• Art, entertainment, and recreation 

Or, you can manually describe the industry your business falls under.

2. Provide company details

This section offers an overview of your business by describing its foundation and goals. Investors can use this section to understand the core of your company, and it also gives you an opportunity to show your company’s potential and competitive advantages.

Company details and background

State if your business is a new or existing company, as this affects the language of your plan. Include the name and address of your business.

Describing your company’s background isn’t always necessary, but it offers a glimpse into the foundation of your business. Include how the company has been operating and how it has grown. Point out any evolutions of your products or services, and mention what inspired you to start your business.

If you’re creating a Business Plan for a start-up, you won’t have a lot of company history, but you can still include what motivated you to start your business.

Company goals

Describe short-term and long-term goals. Short-term goals include things you want to achieve within 12 months, while long-term goals are objectives for the next five years. Your goals can focus on revenue, new products, and expansions, among other things. Include your sales forecast and projected market share growth. 

You’ll also need to detail how you plan to reach your goals. Consider strategies like securing funding, hiring employees, or expanding your line of products or services.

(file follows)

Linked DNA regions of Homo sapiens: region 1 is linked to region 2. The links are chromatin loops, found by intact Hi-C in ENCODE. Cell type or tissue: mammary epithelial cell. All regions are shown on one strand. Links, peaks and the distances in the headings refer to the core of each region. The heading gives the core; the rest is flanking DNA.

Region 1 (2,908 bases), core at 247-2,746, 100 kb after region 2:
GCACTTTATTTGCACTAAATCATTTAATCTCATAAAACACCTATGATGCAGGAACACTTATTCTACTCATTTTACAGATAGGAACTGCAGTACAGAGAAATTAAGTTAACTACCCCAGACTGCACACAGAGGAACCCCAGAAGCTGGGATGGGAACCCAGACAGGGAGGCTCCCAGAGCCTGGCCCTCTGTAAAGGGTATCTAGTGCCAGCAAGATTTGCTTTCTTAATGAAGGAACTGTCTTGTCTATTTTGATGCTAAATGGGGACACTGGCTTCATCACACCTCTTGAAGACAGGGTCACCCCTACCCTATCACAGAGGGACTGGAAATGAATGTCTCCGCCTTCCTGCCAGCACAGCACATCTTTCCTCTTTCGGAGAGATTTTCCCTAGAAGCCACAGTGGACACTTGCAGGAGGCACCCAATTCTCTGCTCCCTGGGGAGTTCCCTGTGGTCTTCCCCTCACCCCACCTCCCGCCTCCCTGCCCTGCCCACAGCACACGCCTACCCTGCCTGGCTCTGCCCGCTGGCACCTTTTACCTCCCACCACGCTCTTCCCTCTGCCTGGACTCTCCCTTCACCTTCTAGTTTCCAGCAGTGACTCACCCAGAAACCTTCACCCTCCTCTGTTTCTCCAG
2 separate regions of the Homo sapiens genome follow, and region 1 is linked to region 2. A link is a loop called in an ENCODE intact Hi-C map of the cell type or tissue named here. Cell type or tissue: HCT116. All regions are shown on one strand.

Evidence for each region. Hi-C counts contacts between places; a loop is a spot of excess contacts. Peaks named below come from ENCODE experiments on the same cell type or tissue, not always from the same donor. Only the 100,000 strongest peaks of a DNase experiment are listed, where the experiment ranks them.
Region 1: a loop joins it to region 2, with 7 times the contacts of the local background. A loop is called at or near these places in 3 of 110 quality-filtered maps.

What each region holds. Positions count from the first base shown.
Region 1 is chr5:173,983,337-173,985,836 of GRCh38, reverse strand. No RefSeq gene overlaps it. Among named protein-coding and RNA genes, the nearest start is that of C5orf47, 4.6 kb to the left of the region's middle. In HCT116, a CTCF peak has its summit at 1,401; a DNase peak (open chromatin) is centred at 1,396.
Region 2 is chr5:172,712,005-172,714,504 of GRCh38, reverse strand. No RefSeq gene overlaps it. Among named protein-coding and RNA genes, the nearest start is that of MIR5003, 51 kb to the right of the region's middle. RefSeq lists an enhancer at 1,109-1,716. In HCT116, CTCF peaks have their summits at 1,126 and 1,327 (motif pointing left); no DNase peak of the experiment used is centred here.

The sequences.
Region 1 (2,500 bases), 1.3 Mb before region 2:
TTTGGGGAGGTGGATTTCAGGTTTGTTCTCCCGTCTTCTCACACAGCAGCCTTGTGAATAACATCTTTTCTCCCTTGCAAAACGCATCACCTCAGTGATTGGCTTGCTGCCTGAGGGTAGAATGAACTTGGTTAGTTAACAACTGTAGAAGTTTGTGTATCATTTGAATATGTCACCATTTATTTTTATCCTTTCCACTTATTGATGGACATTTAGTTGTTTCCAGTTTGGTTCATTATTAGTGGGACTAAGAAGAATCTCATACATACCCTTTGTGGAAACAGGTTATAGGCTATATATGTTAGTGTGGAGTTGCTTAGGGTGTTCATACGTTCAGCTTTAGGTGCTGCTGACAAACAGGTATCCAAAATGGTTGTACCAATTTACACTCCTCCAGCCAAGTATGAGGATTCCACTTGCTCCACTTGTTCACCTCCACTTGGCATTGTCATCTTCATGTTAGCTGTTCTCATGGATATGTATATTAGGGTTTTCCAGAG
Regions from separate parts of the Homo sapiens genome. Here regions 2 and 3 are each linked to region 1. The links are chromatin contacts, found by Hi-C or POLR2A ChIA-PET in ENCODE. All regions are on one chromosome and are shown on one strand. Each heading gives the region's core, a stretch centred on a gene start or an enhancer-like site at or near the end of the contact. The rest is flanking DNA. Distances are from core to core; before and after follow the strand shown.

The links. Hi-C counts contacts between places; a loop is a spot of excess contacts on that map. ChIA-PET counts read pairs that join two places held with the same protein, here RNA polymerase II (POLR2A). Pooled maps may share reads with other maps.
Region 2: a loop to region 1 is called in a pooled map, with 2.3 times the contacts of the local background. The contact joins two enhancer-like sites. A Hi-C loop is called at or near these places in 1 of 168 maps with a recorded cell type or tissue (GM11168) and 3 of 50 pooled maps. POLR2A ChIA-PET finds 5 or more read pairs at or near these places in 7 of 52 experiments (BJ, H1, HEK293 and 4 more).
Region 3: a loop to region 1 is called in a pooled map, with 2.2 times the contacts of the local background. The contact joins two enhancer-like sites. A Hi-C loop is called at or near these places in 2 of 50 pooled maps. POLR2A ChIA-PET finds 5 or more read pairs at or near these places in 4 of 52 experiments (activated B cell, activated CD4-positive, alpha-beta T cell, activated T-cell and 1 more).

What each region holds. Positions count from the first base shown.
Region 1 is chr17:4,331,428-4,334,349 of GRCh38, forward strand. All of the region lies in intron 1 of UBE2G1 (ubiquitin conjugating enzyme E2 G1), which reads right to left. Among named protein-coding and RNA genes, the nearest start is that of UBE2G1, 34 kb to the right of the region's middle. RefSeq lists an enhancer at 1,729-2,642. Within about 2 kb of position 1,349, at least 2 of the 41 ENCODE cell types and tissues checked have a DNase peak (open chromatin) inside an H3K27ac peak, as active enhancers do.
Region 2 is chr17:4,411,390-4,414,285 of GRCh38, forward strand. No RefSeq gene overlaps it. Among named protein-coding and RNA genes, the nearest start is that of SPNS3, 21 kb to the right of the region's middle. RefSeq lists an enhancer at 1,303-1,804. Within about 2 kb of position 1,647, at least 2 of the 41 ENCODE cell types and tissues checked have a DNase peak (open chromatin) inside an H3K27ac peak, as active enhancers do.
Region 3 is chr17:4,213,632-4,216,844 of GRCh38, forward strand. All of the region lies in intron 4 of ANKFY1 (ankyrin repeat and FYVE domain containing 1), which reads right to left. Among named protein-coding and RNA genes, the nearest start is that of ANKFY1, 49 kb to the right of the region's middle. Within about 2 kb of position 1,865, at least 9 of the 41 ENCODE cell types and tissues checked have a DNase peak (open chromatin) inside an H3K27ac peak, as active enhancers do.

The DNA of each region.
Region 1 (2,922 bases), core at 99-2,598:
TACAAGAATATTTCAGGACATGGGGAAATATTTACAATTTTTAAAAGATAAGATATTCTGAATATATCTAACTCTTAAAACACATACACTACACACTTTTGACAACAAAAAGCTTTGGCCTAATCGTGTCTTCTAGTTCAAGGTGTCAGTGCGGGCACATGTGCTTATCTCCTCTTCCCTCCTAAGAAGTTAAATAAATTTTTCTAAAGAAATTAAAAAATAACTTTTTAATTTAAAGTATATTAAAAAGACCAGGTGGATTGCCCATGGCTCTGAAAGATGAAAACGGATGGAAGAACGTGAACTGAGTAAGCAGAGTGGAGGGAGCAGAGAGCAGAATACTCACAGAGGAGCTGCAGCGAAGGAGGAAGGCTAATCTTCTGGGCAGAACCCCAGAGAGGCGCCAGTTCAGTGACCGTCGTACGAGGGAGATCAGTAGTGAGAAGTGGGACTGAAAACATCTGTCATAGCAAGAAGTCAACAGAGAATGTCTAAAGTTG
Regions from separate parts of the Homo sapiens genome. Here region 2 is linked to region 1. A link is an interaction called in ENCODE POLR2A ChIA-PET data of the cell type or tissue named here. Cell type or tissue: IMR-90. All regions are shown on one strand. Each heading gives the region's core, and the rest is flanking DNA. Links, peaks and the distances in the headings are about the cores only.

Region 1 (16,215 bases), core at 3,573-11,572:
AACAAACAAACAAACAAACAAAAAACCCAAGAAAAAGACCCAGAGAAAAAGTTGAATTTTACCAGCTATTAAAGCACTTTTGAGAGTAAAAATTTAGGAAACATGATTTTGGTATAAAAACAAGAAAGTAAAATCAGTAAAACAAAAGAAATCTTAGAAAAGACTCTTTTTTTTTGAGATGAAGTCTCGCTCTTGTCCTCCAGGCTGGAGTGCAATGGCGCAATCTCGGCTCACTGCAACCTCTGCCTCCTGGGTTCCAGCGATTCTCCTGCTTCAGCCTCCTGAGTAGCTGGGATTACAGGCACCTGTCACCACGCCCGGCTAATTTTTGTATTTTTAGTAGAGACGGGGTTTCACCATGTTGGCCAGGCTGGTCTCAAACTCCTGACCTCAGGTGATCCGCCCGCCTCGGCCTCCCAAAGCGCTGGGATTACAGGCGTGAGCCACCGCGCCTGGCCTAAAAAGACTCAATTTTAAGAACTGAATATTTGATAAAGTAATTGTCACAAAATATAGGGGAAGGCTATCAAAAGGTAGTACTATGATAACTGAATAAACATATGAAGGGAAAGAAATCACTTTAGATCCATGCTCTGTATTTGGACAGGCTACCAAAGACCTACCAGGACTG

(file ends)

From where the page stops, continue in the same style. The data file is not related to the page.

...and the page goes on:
Ownership details

Include details about your company’s structure. You can describe the ownership structure or choose between the following three types:

  • A sole proprietorship is a business owned and run by one person. The owner is fully and personally responsible for all the debts and obligations of the company.
  • A partnership is a business owned and operated by two or more people. The owners share the profits and losses of the company.
  • A corporation is a business entity with the same rights and obligations as a real person. It’s owned and operated by shareholders and a board of directors.

You must include the names of the owners, partners, or shareholders. Detail any relevant experience or training they have, and describe their qualifications and previous accomplishments. Explain who will be the daily manager of the business and how they’ll make their management decisions.

You should also note any assets the company is starting out with and estimate their market value.

3. Describe your products or services

Describe what products or services your company offers and how they are unique. Explore how your products or services respond to a demand in the market and how you are distinguished from competitors.

You should mention any trademarks, patents, or licenses your company has and how these can strengthen your company’s place in the market. If you have plans for future products and services, describe these and how they will support your business.

4. Outline your place in the market 

Having a market niche is imperative to succeed as a business. By knowing your customers and competitors, you can create advertising and pricing strategies that help increase your market share. 

Customers

Define your ideal target market. Your customers can be individuals, groups, or businesses. Describe the sector of people you want to target with your products and advertisement. 

Factors you can use to describe your customers include:

  • Age
  • Gender